O Canada

Battle of Britain Day
Air Force, Military History, O Canada

Battle of Britain Day

Hitler’s plan was to destroy the Royal Air Force then launch Operation Sea Lion, an invasion of England. Winston Churchill assumed as much. “Hitler knows that he will have to break us in this island or lose the war,” he told the House of Commons in 1940. “Let us therefore brace ourselves to our duties, and so bear ourselves, that if the British Empire and its Commonwealth last for a thousand years, men will still say: “This was their finest hour.” The Battle of Britain was a proving ground for Britain’s aerial forces, and it also stirred Churchill to some of his most memorable speeches. On June 4, 1940, he addressed the House, emphasizing how critical the RAF would be in the months ahead. He ended with the famous words: “We shall fight on the beaches, we shall fight on the landing gro...
O CANADA: Overweight span
O Canada

O CANADA: Overweight span

Overweight span When they started building the Pont de Québec spanning the Saint Lawrence River in 1905, there was a sense of pride. Designed mainly for rail traffic, it was going to be the biggest cantilever bridge in the world, longer than the Forth Bridge in Scotland. But on Aug. 29, 1907, a riveter noticed that a rivet he’d put in only an hour earlier had broken in half. Minutes later the structure twisted and collapsed with such force that people in Quebec City, 10 kilometres away, thought it was an earthquake. The engineering challenges of the Quebec Bridge had been daunting. It spanned a shipping lane, so it had to have a 45-metre clearance for ocean-going ships. It was 850 metres long, but needed a single 550-metre span in the centre. Key to its structural integrity was the ...
Eyewitness to war
O Canada

Eyewitness to war

Now the rest of the assault troops are going in. I am going ashore with them.” This was the last line in Ross Munro’s dispatch on D-Day. As the lead correspondent in Europe for The Canadian Press during the Second World War, he covered D-Day on June 6, 1944, as well as the 1941 Canadian raid on Spitsbergen, Norway, the 1942 raid on Dieppe, the 1943 Allied landings in Sicily, the Italian campaign of 1943-45, and other battles. Munro was the first Allied journalist to report on the D-Day invasion. A British officer tipped him off that a destroyer was heading back from the Normandy beachhead to pick up General Bernard Montgomery. On board was Munro’s dispatch, the first from the coast of France. It wasn’t the first time Munro had been first. His accounts of Dieppe, Sicily and Italy wer...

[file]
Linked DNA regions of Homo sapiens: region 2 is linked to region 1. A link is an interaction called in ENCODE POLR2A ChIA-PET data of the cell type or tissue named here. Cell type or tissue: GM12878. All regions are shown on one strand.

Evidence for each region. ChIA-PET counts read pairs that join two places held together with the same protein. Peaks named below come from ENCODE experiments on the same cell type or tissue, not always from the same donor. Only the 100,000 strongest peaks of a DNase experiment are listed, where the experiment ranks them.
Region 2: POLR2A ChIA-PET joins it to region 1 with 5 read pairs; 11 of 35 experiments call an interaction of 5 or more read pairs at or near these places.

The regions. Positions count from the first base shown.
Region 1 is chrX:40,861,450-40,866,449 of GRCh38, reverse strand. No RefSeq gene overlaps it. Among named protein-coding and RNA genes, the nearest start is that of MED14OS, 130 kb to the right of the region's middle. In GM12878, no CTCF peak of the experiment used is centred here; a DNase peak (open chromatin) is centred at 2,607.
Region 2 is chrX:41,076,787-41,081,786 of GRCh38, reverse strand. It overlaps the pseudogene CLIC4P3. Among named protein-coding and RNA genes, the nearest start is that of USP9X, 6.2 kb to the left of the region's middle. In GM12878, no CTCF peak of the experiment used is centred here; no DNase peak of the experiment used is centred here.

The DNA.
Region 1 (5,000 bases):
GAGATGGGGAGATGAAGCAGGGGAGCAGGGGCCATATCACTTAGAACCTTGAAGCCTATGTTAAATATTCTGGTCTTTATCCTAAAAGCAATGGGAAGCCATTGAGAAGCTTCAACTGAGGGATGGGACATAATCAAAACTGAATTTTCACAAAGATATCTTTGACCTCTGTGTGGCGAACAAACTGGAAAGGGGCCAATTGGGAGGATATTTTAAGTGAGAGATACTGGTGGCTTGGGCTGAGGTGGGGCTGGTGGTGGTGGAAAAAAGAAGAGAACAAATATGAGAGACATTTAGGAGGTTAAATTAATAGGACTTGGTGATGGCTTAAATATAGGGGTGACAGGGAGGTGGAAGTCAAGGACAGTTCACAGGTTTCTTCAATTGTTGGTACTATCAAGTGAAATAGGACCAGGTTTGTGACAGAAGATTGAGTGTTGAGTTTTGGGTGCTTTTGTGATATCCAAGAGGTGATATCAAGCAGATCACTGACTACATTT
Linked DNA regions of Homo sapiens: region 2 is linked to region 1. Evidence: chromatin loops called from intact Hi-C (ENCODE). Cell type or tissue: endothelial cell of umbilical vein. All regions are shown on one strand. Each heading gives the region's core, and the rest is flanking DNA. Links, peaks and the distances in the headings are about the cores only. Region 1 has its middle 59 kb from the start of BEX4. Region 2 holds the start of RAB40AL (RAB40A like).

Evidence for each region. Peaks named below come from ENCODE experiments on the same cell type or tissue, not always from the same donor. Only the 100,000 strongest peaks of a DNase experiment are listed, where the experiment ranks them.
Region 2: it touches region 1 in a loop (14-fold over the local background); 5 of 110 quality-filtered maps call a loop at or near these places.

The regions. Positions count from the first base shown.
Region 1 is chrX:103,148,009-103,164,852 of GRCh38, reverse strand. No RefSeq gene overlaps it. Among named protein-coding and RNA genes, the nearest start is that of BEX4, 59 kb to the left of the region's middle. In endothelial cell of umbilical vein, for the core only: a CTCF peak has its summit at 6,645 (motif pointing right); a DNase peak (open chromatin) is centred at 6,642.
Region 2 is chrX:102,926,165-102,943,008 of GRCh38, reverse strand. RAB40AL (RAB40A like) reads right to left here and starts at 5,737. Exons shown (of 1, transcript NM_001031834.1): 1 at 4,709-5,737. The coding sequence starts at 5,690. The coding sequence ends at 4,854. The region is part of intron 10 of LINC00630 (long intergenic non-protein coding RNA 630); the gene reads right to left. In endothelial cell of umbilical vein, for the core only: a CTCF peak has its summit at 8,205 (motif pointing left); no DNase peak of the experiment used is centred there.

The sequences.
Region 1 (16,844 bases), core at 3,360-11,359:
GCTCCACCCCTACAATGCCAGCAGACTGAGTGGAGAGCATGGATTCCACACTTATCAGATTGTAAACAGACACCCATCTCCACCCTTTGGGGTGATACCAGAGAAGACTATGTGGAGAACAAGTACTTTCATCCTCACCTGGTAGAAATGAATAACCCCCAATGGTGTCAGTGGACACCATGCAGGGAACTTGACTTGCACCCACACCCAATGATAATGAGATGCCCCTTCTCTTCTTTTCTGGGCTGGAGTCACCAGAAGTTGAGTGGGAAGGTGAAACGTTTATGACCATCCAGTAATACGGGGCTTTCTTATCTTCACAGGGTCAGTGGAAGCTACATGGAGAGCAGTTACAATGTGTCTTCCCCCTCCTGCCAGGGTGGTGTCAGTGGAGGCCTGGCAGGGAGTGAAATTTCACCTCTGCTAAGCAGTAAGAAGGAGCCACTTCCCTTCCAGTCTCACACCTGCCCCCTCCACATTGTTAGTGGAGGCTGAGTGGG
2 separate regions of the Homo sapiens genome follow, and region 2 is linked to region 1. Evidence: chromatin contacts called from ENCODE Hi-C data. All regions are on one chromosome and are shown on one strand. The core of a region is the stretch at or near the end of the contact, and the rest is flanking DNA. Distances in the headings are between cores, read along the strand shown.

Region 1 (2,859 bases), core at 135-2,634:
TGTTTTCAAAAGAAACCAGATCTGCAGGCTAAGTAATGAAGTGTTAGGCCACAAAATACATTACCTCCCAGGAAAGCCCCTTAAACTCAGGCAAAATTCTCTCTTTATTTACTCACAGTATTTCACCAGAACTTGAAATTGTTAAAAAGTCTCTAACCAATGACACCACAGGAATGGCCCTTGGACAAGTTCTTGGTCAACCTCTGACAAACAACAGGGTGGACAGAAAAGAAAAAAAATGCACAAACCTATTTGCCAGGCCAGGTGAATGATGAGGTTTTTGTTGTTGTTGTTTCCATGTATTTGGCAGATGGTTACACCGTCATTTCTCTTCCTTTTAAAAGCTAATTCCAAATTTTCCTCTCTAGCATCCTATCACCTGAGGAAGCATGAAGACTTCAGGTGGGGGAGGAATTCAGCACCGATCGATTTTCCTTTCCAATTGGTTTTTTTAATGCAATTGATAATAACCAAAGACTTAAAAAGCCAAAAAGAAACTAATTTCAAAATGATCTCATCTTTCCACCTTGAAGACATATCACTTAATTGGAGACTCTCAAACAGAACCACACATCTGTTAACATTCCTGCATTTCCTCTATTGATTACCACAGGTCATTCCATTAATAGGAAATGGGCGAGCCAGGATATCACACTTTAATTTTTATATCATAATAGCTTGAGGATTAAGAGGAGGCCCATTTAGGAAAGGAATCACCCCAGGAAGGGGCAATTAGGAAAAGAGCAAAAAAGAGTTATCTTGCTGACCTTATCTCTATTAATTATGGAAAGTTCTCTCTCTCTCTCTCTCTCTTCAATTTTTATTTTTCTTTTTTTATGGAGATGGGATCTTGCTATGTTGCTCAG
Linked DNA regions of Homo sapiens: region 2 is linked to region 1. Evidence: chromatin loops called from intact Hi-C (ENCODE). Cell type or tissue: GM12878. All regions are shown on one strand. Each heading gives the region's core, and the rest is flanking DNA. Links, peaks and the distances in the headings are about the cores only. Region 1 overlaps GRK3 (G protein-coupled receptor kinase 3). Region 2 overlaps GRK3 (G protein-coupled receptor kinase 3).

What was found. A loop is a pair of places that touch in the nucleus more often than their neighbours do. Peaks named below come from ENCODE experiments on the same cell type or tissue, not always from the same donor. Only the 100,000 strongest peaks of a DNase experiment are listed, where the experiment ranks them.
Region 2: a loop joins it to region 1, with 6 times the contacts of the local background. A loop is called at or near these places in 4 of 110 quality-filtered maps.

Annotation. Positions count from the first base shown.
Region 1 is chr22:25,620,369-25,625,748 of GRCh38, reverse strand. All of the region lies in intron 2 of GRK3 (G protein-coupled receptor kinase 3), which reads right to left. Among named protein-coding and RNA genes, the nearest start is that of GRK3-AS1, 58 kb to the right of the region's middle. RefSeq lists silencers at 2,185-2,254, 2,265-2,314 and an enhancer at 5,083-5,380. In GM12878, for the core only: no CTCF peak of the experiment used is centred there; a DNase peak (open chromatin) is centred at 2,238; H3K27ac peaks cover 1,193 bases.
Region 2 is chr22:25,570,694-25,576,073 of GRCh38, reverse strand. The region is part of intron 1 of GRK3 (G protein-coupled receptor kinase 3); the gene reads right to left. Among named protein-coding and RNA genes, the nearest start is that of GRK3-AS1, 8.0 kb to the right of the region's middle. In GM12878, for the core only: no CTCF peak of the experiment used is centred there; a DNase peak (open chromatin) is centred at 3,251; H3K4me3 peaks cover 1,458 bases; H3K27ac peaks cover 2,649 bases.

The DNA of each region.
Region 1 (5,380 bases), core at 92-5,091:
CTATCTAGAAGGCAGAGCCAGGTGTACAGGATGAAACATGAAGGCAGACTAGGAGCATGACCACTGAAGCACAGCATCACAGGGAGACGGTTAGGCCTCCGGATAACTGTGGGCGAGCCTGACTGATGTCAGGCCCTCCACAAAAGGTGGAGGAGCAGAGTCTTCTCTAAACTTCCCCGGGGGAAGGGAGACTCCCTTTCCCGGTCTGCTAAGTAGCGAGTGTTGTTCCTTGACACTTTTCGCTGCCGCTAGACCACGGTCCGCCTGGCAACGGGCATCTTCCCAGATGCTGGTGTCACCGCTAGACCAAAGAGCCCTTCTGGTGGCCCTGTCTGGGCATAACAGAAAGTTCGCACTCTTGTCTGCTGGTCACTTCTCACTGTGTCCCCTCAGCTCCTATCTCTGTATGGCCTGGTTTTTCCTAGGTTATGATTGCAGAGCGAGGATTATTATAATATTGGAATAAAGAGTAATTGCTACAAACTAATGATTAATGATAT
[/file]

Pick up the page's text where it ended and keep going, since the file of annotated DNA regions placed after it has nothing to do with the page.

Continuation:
The RCMP turns 100
O Canada

The RCMP turns 100

When Canada bought Rupert’s Land from the Hudson’s Bay Company in 1870, it needed to police those millions of square kilometres, so in 1873, the North West Mounted Police was formed by an act of Parliament. Successful applicants had to be males between the ages of 18 and 40, of sound constitution and good character. The pay was one dollar a day and their first job was to clean up the whiskey trade on the southern Prairies. On July 8, 1874, 300 men set out from Dufferin, Man., on a two-month odyssey across the Prairies. They dealt with the whiskey traders, went on to put down the 1885 Métis resistance against the government, and policed the Klondike gold rush. Crowfoot, the inspirational leader of the Blackfoot, said, “The Mounted Police have protected us as the feathers of the bird pro...
A day off
O Canada

A day off

The 19th century wasn’t a golden era for workers. In Newfoundland, six-year-olds were given the job of splitting fish, while processing was done by 10-year-old girls. Eight-year-old boys worked in Cape Breton coal mines. At Toronto’s Gooderham and Worts distillery, child workers as young as 10 worked long days and were given rations of whisky to help ease the burden. Things weren’t any better for adults. Twelve-hour days were standard, along with six-day weeks. In company mining towns, most of the workers’ wages went to pay rent for the company-owned houses and to buy supplies at the company-owned store. If the workers threatened to strike, the store would close. Conditions were often unsafe, wages were low and workers could be fired on a whim. In response to these conditions, the “Ni...
O Canada: Moon legs
O Canada

O Canada: Moon legs

What was the first thing to touch the moon’s surface on July 20, 1969? Before Neil Armstrong stepped onto the lunar surface with the words, “That’s one small step for [a] man, one giant leap for mankind,” the Canadian-made legs of the lunar landing module settled into the dust of the moon. The legs were made of lightweight honeycomb compressible aluminum, manufactured by Quebec’s Heroux-DEVTEK. The module itself was primarily designed by Sarnia-born Owen Maynard, an engineer and former Second World War RCAF pilot. He had previously been one of the engineers on the supersonic Avro Arrow. When Prime Minister John Diefenbaker cancelled the Arrow program in 1959, Robert Gilruth, who was with the American space program, flew to Toronto the next day and hired 25 men to join his team in Virgi...